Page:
The Hunger Games (Gary Ross/USA/142mins)
Keep your eyes peeled, there are one or two minor spoilers mentioned below
Based on the popular sci-fi adventure novel (the first in a series of three) by Suzanne Collins, The Hunger Games has a premise partway familiar from a grab bag of other films. Name checks can be, and surely have already been, made: The Running Man, Battle Royale, Series 7: The Contenders are a few points of reference. (I’d throw in reality-telly Russian roulette-a-thon Live! and a dash of both The Beast Must Die and The Most Dangerous Game, for some – possibly apt, possibly tenuous – value too.) Many of these are perhaps easy comparisons, but certainly viable ones. Gary Ross (directing from his script co-written with Collins and Billy Ray) sets the film out as a tidier televised version of a dystopian death contest; its family-friendly slant is as per the very likely request of the cash-eyeing studio; an insurance that the target audience will transfer from book to film with requisite ease.
The premise has bold elements of grim sportsmanship: in a future America 24 teens from a range of impoverished districts are pitted against one another in a fight to the death; one victor will survive, leaving 23 young corpses in his or her wake. The film gets around the troublesome conundrum of being too gory by being too tremulous: Ross suffers from a case of the ‘lazy shakes’. When his quaking camera isn't hovering on the periphery, it’s frenetically tailing his characters in search of visual pep to add extra panic to proceedings. This displays flashy technical know-how and, more crucially, an avoidance of anything too bloody – Ross can dart away from a youth getting knifed or hacked down as he pleases – but it regularly stunts the atmosphere of many scenes. Artistic hysteria doesn’t always equate aesthetic coherence. Of course these occasionally coy camera pans are par for the course, but it leaves the film feeling half-cocked.
Lead Jennifer Lawrence, as heroine Katniss Everdeen, conveys the fear of ambush and imminent peril well, and she gives each scene her all. Although she’s only really entrusted to expand upon the blankly determined innocence she embodied so memorably in Winter’s Bone. Her bright yet anguished face gets plenty of screen time (Ross knows she has star potential), but she doesn’t get too much opportunity to emotionally or physically vary what she does: where’s a truly kick-ass, pained Katniss? There are hints to her game complicity throughout, but these aren’t elaborated upon at any length. She's a skilled archer, and clever with the tricks of survival, so instead of merely being the focus of all the film’s noble suffering she might have been given the chance to show the more calculating, duplicitous side. (There were glimpses of it when she was on the TV show with Stanley Tucci.) I don’t know how she compares to the character in the book, but I wanted more sneak and shifty trickery from her; she could’ve been a heroine with more shading to her personality.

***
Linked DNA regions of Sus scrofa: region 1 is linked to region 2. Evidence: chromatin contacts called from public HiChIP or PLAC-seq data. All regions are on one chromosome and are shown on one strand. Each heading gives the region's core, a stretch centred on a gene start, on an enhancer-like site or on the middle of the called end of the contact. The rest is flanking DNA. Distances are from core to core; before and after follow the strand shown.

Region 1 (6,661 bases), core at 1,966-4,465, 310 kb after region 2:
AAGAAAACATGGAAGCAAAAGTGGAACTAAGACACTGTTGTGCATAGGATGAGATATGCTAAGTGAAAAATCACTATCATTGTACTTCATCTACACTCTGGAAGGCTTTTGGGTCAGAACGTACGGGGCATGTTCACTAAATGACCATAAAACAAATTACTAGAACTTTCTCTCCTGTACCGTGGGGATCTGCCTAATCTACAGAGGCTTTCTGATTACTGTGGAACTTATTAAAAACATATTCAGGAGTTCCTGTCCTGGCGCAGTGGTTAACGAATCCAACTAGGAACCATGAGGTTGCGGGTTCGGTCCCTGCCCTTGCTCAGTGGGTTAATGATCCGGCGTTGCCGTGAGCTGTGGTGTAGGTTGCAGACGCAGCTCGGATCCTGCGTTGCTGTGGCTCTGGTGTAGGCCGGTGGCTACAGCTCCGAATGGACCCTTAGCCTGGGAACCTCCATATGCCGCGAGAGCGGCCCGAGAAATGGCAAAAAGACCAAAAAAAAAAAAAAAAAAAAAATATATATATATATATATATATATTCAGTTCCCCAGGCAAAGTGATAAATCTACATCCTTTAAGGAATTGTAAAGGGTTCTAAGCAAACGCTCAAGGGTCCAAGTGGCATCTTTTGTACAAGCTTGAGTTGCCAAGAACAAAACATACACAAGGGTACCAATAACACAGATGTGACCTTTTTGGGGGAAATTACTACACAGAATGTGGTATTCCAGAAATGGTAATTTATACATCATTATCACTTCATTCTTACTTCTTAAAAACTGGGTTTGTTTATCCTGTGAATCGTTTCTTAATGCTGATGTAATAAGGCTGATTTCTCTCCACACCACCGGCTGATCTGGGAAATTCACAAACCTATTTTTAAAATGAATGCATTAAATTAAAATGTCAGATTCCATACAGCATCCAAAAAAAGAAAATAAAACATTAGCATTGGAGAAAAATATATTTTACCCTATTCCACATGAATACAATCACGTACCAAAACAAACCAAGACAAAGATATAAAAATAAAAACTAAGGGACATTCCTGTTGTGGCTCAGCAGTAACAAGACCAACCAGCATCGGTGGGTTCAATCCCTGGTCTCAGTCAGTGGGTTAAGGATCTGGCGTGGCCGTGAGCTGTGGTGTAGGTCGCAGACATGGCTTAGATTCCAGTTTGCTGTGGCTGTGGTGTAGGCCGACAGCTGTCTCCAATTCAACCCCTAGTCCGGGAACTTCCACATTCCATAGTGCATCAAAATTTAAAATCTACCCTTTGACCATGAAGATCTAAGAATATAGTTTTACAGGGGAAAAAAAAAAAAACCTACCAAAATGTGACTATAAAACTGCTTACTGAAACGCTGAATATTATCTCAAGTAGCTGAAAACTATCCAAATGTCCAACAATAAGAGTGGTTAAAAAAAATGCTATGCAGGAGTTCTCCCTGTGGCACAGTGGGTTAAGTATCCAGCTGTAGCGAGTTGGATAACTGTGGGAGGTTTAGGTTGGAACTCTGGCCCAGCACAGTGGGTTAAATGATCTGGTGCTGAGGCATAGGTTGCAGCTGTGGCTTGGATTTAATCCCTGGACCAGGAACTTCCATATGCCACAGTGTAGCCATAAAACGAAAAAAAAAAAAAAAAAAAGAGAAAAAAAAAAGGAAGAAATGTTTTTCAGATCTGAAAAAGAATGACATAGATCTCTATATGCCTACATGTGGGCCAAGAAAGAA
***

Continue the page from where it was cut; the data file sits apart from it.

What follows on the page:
I wish that the film had a dash more personality overall. There are a host of characters, though few stayed in my mind for longer than the duration of, say, an extended ad break. With such an estimable cast of character/supporting actors – the main reason, if I’m honest, that I went to see it – the scope for a delectable cameo or two was vast. No one, despite appearances, gets to add their tuppence worth of actorly pizzazz however: Woody Harrelson hides behind a bad wig and bourbon breath; Elizabeth Banks makes perky priggishness her sole trait; Donald Sutherland snoozed his way through a mere three brief scenes; Stanley Tucci was one wink shy of a mid-week lottery show; and Toby Jones didn’t even, I don’t think, finish a whole line reading. The casting director could’ve expanded on the inclusion of musician Lenny Kravitz in the cast: how about getting Axel Rose to commit to what Harrelson only touched on; have Lady Gaga flitting her way through Teenkill Bootcamp in killer pink; why not dig out David Bowie to preside over Panem instead of Sutherland; and why not replace forgettable Wes Bentley and throw in that guy from Maroon 5... who likes just like Wes Bentley? This type of cracked casting may have raised worries and eyebrows but it might have also lubricated the filmmakers’ cynically savvy poke at reality TV mores (exemplified by the likes of The X Factor, Pop Idol etc).
The TV angle – the commentary by Tucci and Jones – was actually what The Hunger Games needed less of. Their purpose was a specific part of the film’s cultural criticisms, but narratively it was a cack-handed move. A scene would be set up with visual pointers or hints to what might happen (i.e. the scene with the hornet’s nest), then a cutaway to Tucci and Jones explaining what’s highly likely to occur next; cut back to the action – and there we have it! They were right. They are doing their work as commentators, sure, but they eradicate the visual storytelling. This fudged, sequencing of events happens several times over the duration of the main ‘game’, and it robs the audience of surprising elements, limiting the players, central characters that the audience have invested time in, to drones acting out predisposed tasks. Didn’t the pre-emptive loudspeaker interruptions/prompts do this job already, and with intriguing scope for some psychological mind games? Why the need for added exposition? The target audience – any interested audience – surely isn’t shy of the curious powers of narrative deduction. The makers don’t appear to trust us to see it play out as it should unaided by blather. The many narrative snafus that bog down The Hunger Games occasionally make it less an adventure, more a trawl; more intensity required, less... sitting around in forests. There are escapades enough elsewhere to counteract the moments of narrative foul-up, but they are intermittent and, perhaps, not half as captivating as they were in the book?